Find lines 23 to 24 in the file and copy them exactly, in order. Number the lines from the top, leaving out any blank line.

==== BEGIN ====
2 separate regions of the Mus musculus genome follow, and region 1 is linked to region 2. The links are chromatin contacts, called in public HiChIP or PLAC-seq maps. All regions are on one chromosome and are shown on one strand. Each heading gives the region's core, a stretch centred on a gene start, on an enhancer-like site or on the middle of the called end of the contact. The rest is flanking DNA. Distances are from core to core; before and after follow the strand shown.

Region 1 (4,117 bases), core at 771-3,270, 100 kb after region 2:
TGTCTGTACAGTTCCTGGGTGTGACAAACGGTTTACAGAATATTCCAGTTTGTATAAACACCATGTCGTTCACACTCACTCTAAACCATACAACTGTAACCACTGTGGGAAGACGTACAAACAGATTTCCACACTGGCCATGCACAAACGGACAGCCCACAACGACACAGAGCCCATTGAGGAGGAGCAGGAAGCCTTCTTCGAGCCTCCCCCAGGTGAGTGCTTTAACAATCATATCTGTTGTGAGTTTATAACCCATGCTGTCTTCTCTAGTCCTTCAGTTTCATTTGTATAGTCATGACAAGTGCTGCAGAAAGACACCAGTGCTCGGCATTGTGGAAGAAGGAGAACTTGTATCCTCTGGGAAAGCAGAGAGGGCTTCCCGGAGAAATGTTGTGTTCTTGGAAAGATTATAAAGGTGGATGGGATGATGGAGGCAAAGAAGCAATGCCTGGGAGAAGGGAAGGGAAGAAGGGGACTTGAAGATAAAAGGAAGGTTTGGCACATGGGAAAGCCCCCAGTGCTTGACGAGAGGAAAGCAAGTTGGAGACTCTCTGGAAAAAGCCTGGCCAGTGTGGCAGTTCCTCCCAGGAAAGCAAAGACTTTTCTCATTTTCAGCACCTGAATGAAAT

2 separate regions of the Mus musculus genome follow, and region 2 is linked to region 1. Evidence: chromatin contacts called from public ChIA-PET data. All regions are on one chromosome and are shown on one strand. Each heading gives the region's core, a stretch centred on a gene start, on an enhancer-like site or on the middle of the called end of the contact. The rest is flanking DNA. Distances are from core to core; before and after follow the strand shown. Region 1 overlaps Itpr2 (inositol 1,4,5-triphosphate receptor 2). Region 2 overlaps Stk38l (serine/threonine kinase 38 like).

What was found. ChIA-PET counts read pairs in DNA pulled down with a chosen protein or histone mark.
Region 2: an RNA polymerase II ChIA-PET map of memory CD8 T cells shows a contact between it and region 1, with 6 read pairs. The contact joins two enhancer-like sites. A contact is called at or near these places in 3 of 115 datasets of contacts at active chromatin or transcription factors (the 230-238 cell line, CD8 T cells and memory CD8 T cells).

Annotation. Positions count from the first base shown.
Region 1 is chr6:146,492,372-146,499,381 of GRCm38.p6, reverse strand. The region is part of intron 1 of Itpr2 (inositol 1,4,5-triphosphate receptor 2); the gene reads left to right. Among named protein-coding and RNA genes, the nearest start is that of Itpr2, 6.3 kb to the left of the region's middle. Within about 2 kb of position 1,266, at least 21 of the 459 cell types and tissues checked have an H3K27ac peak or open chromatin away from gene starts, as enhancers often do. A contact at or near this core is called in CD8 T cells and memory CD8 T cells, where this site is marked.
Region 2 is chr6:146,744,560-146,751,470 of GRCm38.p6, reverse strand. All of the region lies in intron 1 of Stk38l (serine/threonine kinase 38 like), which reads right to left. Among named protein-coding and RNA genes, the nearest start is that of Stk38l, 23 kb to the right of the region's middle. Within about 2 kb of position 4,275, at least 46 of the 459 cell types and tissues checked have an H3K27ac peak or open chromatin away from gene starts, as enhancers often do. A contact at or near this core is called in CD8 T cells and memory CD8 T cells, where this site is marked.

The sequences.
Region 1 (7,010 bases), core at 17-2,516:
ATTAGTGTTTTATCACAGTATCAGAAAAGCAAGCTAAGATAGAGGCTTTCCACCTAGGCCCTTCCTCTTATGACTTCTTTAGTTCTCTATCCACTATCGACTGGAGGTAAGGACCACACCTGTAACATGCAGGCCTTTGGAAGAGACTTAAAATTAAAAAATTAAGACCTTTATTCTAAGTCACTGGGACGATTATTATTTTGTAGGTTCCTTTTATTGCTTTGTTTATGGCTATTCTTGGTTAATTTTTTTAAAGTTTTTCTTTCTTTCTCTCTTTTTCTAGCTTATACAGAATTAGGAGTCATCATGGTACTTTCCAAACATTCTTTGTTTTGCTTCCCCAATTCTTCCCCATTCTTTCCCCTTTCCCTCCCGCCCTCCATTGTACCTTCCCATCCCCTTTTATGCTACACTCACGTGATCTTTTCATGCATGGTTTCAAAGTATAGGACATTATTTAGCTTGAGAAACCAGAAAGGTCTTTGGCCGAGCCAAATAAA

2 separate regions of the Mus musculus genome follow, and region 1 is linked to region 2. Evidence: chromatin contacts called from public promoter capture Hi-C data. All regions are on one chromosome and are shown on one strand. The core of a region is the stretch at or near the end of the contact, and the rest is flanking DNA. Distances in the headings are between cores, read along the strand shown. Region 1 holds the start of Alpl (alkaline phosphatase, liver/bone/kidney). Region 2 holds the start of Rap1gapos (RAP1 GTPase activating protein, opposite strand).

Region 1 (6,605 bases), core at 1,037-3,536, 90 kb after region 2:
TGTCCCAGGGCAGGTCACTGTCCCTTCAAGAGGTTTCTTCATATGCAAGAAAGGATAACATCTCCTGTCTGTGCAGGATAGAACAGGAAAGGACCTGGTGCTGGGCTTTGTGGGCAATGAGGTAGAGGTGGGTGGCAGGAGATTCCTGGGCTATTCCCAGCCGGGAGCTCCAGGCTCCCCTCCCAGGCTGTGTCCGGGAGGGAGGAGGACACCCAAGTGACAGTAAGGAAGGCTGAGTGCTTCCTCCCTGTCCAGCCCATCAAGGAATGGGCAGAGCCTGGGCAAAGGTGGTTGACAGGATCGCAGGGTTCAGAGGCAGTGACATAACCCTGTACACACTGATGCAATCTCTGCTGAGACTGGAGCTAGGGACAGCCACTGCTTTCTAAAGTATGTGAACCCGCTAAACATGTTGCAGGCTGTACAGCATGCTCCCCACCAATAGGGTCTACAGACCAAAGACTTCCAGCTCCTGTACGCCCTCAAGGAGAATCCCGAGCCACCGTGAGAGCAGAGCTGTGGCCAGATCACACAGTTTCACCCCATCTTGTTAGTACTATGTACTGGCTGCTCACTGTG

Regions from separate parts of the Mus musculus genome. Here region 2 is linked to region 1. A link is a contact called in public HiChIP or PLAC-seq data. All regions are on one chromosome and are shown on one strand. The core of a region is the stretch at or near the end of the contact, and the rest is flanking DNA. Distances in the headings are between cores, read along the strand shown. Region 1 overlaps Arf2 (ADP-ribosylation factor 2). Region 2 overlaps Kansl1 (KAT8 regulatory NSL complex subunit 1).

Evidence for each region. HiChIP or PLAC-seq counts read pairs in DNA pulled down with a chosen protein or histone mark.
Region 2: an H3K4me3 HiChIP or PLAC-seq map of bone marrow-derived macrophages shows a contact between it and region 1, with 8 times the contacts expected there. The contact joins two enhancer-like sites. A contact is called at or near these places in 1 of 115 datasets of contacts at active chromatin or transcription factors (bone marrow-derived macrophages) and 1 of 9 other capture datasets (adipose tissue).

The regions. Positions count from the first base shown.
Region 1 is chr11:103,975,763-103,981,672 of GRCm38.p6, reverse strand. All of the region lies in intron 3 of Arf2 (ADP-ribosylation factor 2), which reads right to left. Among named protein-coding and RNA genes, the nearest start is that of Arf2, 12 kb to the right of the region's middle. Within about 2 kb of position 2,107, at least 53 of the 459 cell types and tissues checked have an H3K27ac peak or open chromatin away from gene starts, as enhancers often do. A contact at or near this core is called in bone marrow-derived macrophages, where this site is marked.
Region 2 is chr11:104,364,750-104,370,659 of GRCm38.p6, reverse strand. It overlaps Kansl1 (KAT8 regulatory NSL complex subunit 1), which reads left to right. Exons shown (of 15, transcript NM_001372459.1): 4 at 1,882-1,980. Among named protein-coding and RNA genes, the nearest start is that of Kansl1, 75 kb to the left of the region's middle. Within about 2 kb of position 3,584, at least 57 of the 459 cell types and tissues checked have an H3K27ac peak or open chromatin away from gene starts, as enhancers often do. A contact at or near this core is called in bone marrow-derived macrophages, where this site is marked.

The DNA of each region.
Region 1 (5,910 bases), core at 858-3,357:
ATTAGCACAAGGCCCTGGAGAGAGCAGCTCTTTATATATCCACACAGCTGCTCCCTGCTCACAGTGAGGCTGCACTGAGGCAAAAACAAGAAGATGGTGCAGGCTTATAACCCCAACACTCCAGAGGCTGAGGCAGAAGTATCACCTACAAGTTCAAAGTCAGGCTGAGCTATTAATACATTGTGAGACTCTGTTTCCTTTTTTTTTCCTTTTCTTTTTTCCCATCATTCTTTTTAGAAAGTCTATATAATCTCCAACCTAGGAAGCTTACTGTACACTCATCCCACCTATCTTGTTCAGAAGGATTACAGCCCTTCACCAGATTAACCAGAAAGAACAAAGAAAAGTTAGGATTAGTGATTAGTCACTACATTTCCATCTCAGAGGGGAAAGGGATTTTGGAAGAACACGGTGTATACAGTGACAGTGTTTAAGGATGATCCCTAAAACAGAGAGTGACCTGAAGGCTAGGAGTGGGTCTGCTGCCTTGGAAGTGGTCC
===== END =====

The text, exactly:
Region 1 (5,910 bases), core at 858-3,357:
ATTAGCACAAGGCCCTGGAGAGAGCAGCTCTTTATATATCCACACAGCTGCTCCCTGCTCACAGTGAGGCTGCACTGAGGCAAAAACAAGAAGATGGTGCAGGCTTATAACCCCAACACTCCAGAGGCTGAGGCAGAAGTATCACCTACAAGTTCAAAGTCAGGCTGAGCTATTAATACATTGTGAGACTCTGTTTCCTTTTTTTTTCCTTTTCTTTTTTCCCATCATTCTTTTTAGAAAGTCTATATAATCTCCAACCTAGGAAGCTTACTGTACACTCATCCCACCTATCTTGTTCAGAAGGATTACAGCCCTTCACCAGATTAACCAGAAAGAACAAAGAAAAGTTAGGATTAGTGATTAGTCACTACATTTCCATCTCAGAGGGGAAAGGGATTTTGGAAGAACACGGTGTATACAGTGACAGTGTTTAAGGATGATCCCTAAAACAGAGAGTGACCTGAAGGCTAGGAGTGGGTCTGCTGCCTTGGAAGTGGTCC